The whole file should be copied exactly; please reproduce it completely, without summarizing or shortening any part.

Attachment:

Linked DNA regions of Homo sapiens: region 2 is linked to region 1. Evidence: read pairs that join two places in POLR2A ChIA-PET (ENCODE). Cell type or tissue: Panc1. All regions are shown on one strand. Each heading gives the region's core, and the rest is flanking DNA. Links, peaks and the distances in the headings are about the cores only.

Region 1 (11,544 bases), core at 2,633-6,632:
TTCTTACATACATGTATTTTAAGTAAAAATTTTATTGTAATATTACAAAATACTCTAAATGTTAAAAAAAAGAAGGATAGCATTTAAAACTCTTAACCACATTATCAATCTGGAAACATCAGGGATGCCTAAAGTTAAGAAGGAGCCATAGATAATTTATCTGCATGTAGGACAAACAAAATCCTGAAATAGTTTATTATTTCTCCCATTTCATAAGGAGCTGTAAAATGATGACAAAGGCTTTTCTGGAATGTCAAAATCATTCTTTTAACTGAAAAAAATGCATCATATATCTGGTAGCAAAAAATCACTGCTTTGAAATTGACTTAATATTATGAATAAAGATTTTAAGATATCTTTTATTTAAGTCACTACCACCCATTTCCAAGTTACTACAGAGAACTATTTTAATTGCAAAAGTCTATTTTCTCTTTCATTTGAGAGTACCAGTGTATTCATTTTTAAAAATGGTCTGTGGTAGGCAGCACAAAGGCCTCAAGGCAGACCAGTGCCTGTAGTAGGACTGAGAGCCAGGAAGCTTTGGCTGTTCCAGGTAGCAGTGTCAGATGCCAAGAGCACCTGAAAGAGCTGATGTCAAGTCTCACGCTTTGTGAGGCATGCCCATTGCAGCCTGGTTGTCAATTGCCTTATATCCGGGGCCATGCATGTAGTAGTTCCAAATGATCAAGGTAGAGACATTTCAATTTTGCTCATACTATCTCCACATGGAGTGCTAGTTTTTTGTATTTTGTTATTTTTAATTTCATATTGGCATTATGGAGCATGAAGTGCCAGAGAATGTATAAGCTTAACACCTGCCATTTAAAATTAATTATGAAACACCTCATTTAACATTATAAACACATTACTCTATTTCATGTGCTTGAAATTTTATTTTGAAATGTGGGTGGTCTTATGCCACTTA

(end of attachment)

Linked DNA regions of Homo sapiens: region 2 is linked to region 1. Evidence: read pairs that join two places in POLR2A ChIA-PET (ENCODE). Cell type or tissue: Panc1. All regions are shown on one strand. Each heading gives the region's core, and the rest is flanking DNA. Links, peaks and the distances in the headings are about the cores only.

Region 1 (11,544 bases), core at 2,633-6,632:
TTCTTACATACATGTATTTTAAGTAAAAATTTTATTGTAATATTACAAAATACTCTAAATGTTAAAAAAAAGAAGGATAGCATTTAAAACTCTTAACCACATTATCAATCTGGAAACATCAGGGATGCCTAAAGTTAAGAAGGAGCCATAGATAATTTATCTGCATGTAGGACAAACAAAATCCTGAAATAGTTTATTATTTCTCCCATTTCATAAGGAGCTGTAAAATGATGACAAAGGCTTTTCTGGAATGTCAAAATCATTCTTTTAACTGAAAAAAATGCATCATATATCTGGTAGCAAAAAATCACTGCTTTGAAATTGACTTAATATTATGAATAAAGATTTTAAGATATCTTTTATTTAAGTCACTACCACCCATTTCCAAGTTACTACAGAGAACTATTTTAATTGCAAAAGTCTATTTTCTCTTTCATTTGAGAGTACCAGTGTATTCATTTTTAAAAATGGTCTGTGGTAGGCAGCACAAAGGCCTCAAGGCAGACCAGTGCCTGTAGTAGGACTGAGAGCCAGGAAGCTTTGGCTGTTCCAGGTAGCAGTGTCAGATGCCAAGAGCACCTGAAAGAGCTGATGTCAAGTCTCACGCTTTGTGAGGCATGCCCATTGCAGCCTGGTTGTCAATTGCCTTATATCCGGGGCCATGCATGTAGTAGTTCCAAATGATCAAGGTAGAGACATTTCAATTTTGCTCATACTATCTCCACATGGAGTGCTAGTTTTTTGTATTTTGTTATTTTTAATTTCATATTGGCATTATGGAGCATGAAGTGCCAGAGAATGTATAAGCTTAACACCTGCCATTTAAAATTAATTATGAAACACCTCATTTAACATTATAAACACATTACTCTATTTCATGTGCTTGAAATTTTATTTTGAAATGTGGGTGGTCTTATGCCACTTA